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Breast Cancer Chronicles: From Stage Zero to Stage Four in Four Months? This Is Not My Best Day...

Updated on July 20, 2021

Finding Out That You Have Stage 4 Breast Cancer

When the news that I have stage 4 breast cancer, or metastatic breast cancer, was given to me yesterday, I was not shocked, but I was dazed and became more than a little disoriented. What? Why? How? When I discovered the lump in my breast in July, I was assured that it was stage 0. What followed was a comedy (not so funny, really) of errors, for which I can find no excuses. A two month delay (thank you, Lois) in surgery being performed and the corresponding tumor growth caused my cancer to become stage 2. The primary oncologist bears no fault in this. He has been extraordinary, but I did not meet him until after the surgery. In fact, I was not referred for an oncological consult until after the surgery, which I find to be a little backwards.

So, the oncologist ordered a PET scan. He said he was concerned about the growth of the tumor, and he did not want radiation started until he had a PET scan. He had a feeling...I went for the PET scan, was injected with the radioactive sugars, and was then told that the scanner was down. They tried to postpone the scan until the end of this month. More delays!

My "sister" (not really my sister) called them from out of state. I was certain that they would not speak to her because of a little law known as HIPAA, but the comedy continued. They not only spoke to her, my dear "sister" spent hours voicing her displeasure and concern and went up the ladder. The heads of the medical corporation (10 hospitals) agreed to let me go to another one of their facilities this past week.

So, on Friday, I was told that the cancer had metastisized and was present in a hilar ( part of the lung) lymph node. Even though the biopsy of the lymph nodes closest to the breast showed no cancer, breast cancer can rarely metastisize to more distant lymph nodes. Lucky me!

Survival Rates

The 5-year survival rate refers to the percentage of patients who live at least 5 years after being diagnosed with cancer. Survival rate chart from the American Cancer Society:

Survival Rate by Stage


Stage 0--------- 93% will survive (when I had my biopsy)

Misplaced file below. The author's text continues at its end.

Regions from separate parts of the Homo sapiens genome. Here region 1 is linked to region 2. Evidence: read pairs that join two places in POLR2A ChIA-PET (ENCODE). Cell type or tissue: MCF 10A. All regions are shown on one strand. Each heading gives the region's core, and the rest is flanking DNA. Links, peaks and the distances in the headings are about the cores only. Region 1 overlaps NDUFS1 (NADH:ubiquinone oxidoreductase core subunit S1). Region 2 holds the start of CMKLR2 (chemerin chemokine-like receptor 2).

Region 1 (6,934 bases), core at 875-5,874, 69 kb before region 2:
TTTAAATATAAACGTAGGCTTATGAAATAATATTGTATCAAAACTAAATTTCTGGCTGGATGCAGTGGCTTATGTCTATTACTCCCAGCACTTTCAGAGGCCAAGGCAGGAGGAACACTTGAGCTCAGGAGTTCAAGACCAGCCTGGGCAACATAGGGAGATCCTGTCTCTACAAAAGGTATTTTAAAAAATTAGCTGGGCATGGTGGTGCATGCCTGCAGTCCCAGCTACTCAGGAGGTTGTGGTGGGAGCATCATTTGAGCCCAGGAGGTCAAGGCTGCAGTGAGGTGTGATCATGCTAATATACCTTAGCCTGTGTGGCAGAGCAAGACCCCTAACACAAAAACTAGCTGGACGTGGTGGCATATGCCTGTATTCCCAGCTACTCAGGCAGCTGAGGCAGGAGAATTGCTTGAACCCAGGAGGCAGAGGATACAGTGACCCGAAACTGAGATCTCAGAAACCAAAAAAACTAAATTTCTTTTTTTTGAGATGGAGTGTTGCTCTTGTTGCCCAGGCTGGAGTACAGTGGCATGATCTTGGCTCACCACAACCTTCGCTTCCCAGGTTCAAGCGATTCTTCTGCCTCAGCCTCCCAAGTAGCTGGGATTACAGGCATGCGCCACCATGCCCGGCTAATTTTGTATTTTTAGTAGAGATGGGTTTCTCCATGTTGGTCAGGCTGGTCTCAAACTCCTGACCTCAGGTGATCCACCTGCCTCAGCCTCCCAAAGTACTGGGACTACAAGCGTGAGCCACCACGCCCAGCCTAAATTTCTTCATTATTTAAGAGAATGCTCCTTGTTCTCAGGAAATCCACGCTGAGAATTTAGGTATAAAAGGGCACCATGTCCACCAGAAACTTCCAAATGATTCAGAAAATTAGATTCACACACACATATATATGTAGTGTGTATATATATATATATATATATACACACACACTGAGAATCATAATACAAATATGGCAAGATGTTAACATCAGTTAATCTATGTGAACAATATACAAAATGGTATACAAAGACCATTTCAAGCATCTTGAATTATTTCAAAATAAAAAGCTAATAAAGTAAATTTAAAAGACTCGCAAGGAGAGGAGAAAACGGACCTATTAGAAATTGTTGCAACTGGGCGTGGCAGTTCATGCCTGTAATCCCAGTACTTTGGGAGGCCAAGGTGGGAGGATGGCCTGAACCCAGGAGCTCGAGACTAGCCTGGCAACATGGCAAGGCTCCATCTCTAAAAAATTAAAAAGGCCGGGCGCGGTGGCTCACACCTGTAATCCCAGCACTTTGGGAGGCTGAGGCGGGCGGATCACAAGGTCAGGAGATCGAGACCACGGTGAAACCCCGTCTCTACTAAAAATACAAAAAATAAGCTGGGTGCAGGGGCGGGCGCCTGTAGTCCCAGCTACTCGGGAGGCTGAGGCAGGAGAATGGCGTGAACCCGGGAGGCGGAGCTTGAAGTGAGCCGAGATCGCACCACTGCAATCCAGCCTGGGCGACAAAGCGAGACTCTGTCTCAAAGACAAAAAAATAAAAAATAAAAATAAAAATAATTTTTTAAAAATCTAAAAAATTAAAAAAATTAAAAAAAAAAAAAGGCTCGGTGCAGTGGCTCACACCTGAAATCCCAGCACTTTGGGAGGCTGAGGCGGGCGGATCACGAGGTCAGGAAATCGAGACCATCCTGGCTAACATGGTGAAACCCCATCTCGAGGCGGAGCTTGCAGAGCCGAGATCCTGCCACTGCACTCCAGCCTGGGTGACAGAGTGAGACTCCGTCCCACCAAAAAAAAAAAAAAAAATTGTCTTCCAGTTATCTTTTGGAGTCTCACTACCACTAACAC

Stage I---------- 88% will survive

Stage IIA------- 81% will survive (after delay of surgery)

Stage IIB------- 74% will survive

Stage IIIA------ 67% will survive

Stage IIIB------ 41%* will survive

Stage IIIC------ 49%* will survive

Stage IV-------- 15% will survive (where I am now)

*These numbers are correct as written (stage IIIB shows worse survival than stage IIIC).

No Cure For Metastatic Breast Cancer

If there is anything that I can say that may be of help to anyone else, it is this:

Do not allow anyone, for any reason, delay your treatment! Don't let them give you scheduling excuses or any other excuse. Fight with everything you have! Look at the chart! From 0 to 4 in 4 months is NOT what you want!

I know that there is no cure for what I have. I watched and cared for my mother as she died from metastatic breast cancer. She lived for 4 years after her diagnosis. She was lucky. I was told it can be as little as a few months.

My oncologist and I talked for a long time. I will be having a bone scan early next week to see if I can take Arimidex. It is designed to slow the progress of my disease, but due to many other health issues that I have, I will not be pursuing any aggressive or experimental treatment. My oncologist and I agreed that we would NOT try anything that might shorten my life expectancy more. My family agrees with this decision.

The Final Job Of A Parent

My children's godfather once told me. "If you are a lucky parent, you will have the chance to teach your children the right way to die, with dignity and grace. It will be the last and maybe best thing that you can teach." I will try to be a good teacher...
I do NOT, however, plan to go anywhere soon. As I have said to a friend:

I have places to still go, things to still do, many more people to piss off, and much more laughter, fun and joy to experience.

A Welcome and Happy Update!


My oncologist called this morning. He talked with other physicians this weekend. The interventional radiologist said that he is unable to biopsy the lymph node. After going through my medical history, my oncologist and the others believe that there MAY be a chance that the light up of the lymph node may NOT be metastasis, but instead due to a chronic history of bronchitis and pneumonia dating back to early childhood. With no way to tell for sure, he told me that I MUST proceed with radiation and in 2 months we will do another PET scan. He believes that we need to be cautiously optimistic, but hopeful. I am in agreement with his recommendations. I have a bone scan scheduled for tomorrow to find out if I can take the arimidex
For now, things don't look as bad as they did on Friday. In fact, things look pretty darn good...I AM optimistic! I had never planned to just lay down and die willingly.

There is a saying in Latin, attributed to Marcus Tullius Cicero. He said, "Dum Spiro, spero". It is appropriate. Roughly translated it means:


I'm sticking with that!


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